This book is licensed under a Creative Commons by-nc-sa 3.0 license. See the license for more details, but that basically means you can share this book as long as you credit the author (but see below), don't make money from it, and do make it available to everyone else under the same terms.
This content was accessible as of December 29, 2012, and it was downloaded then by Andy Schmitz in an effort to preserve the availability of this book.
Normally, the author and publisher would be credited here. However, the publisher has asked for the customary Creative Commons attribution to the original publisher, authors, title, and book URI to be removed. Additionally, per the publisher's request, their name has been removed in some passages. More information is available on this project's attribution page.
For more information on the source of this book, or why it is available for free, please see the project's home page. You can browse or download additional books there. To download a .zip file containing this book to use offline, simply click here.
Lewis Carroll is most famous for two books: Alice’s Adventures in Wonderland (1865)Lewis Carroll, Alice’s Adventures in Wonderland. With Forty-Two Illustrations by John Tenniel (New York: D. Appleton, 1927; University of Virginia Library Electronic Text Center, 1998), http://etext.virginia.edu/toc/modeng/public/CarAlic.html. and Through the Looking-Glass (1872).Lewis Carroll, Through the Looking Glass and What Alice Found There (New York: Macmillan, 1899; University of Virginia Library Electronic Text Center, 1993), http://etext.lib.virginia.edu/toc/modeng/public/CarGlas.html. These books follow the adventures of seven-year-old Alice, who tumbles down a rabbit hole (Wonderland) and enters a magic mirror (Looking-Glass), both of which lead her to a nonsensical world of the imagination. If you have not already read these classic books—or wish to reread them—you can access them at the following links:
Alice finds herself challenged to make sense of a world inhabited by odd creatures—some human, some not—who exist in a world that seems like nonsense. Throughout her adventures, Alice attempts to apply logic to her experiences; in other words, Alice tries to interpret and find meaning in Wonderland and Looking-Glass Land.
Alice acts like a literary critic.
One scene in Through the Looking-Glass will be the keynote of this chapter, as we see Alice encountering Humpty Dumpty, who proceeds to interpret a poem that Alice stumbled on earlier in her journey.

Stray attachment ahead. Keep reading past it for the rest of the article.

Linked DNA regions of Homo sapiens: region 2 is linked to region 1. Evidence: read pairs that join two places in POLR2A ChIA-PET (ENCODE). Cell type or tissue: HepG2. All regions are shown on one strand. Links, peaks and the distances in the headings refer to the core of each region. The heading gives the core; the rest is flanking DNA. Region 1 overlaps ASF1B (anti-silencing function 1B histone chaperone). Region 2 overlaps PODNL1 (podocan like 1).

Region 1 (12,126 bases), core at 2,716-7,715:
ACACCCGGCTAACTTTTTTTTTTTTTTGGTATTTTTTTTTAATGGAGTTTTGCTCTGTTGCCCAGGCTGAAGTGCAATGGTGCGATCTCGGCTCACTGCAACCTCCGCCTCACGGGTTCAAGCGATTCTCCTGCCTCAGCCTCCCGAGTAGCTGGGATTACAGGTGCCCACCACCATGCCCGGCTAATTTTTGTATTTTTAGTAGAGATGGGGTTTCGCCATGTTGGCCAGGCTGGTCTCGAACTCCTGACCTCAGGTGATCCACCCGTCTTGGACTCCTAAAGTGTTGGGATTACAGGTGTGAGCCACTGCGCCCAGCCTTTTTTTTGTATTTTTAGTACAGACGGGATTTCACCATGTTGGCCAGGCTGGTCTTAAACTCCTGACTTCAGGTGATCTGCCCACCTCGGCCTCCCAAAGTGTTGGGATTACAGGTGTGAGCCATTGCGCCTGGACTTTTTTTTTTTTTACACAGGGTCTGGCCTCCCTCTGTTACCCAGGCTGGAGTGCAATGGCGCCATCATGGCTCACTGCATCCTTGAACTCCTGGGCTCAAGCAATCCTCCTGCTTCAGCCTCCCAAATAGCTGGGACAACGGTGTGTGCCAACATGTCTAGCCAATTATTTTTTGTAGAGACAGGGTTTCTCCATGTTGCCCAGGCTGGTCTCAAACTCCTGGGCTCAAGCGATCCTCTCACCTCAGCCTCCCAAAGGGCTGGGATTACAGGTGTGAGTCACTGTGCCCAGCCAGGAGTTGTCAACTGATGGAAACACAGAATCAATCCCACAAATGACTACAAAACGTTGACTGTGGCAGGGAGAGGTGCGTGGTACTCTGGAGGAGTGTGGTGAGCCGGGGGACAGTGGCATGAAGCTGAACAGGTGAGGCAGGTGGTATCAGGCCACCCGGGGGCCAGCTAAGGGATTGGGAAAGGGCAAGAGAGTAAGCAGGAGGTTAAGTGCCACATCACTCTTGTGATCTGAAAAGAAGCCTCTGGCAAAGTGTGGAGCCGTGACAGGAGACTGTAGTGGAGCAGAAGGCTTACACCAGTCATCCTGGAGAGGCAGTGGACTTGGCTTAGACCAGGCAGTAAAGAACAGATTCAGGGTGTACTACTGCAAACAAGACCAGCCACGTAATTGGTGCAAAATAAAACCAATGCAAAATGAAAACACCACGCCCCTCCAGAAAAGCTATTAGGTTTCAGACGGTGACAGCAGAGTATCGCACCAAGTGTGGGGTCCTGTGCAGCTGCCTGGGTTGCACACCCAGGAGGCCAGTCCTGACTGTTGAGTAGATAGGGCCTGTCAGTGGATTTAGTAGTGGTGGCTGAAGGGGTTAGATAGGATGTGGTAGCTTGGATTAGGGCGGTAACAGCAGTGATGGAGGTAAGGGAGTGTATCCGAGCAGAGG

Carroll sets the scene:
There was a book lying near Alice on the table, and while she sat watching the White King (for she was still a little anxious about him, and had the ink all ready to throw over him, in case he fainted again), she turned over the leaves, to find some part that she could read, “—for it’s all in some language I don’t know,” she said to herself.
It was like this.
She puzzled over this for some time, but at last a bright thought struck her. “Why, it’s a Looking-glass book, of course! And if I hold it up to a glass, the words will all go the right way again.”
This was the poem that Alice read.
“It seems very pretty,” she said when she had finished it, “but it’s rather hard to understand!” (You see she didn’t like to confess, ever to herself, that she couldn’t make it out at all.) “Somehow it seems to fill my head with ideas—only I don’t exactly know what they are! However, somebody killed something: that’s clear, at any rate—”Lewis Carroll, Through the Looking Glass and What Alice Found There (New York: Macmillan, 1899; University of Virginia Library Electronic Text Center, 1993), chap. 1, http://etext.lib.virginia.edu/toc/modeng/public/CarGlas.html.
Illustration by Sir John Tenniel for Lewis Carroll’s Through the LookingGlass and What Alice Found There (1872).
We have all felt like Alice. What is that creature I’m battling? Sometimes poetry is the Jabberwock. Have you ever read Wallace Stevens’s “The Emperor of Ice-Cream”? Let’s do so now:
Call the roller of big cigars,
The muscular one, and bid him whip
In kitchen cups concupiscent curds.
Let the wenches dawdle in such dress
As they are used to wear, and let the boys
Bring flowers in last month’s newspapers.
Let be be finale of seem.
The only emperor is the emperor of ice-cream.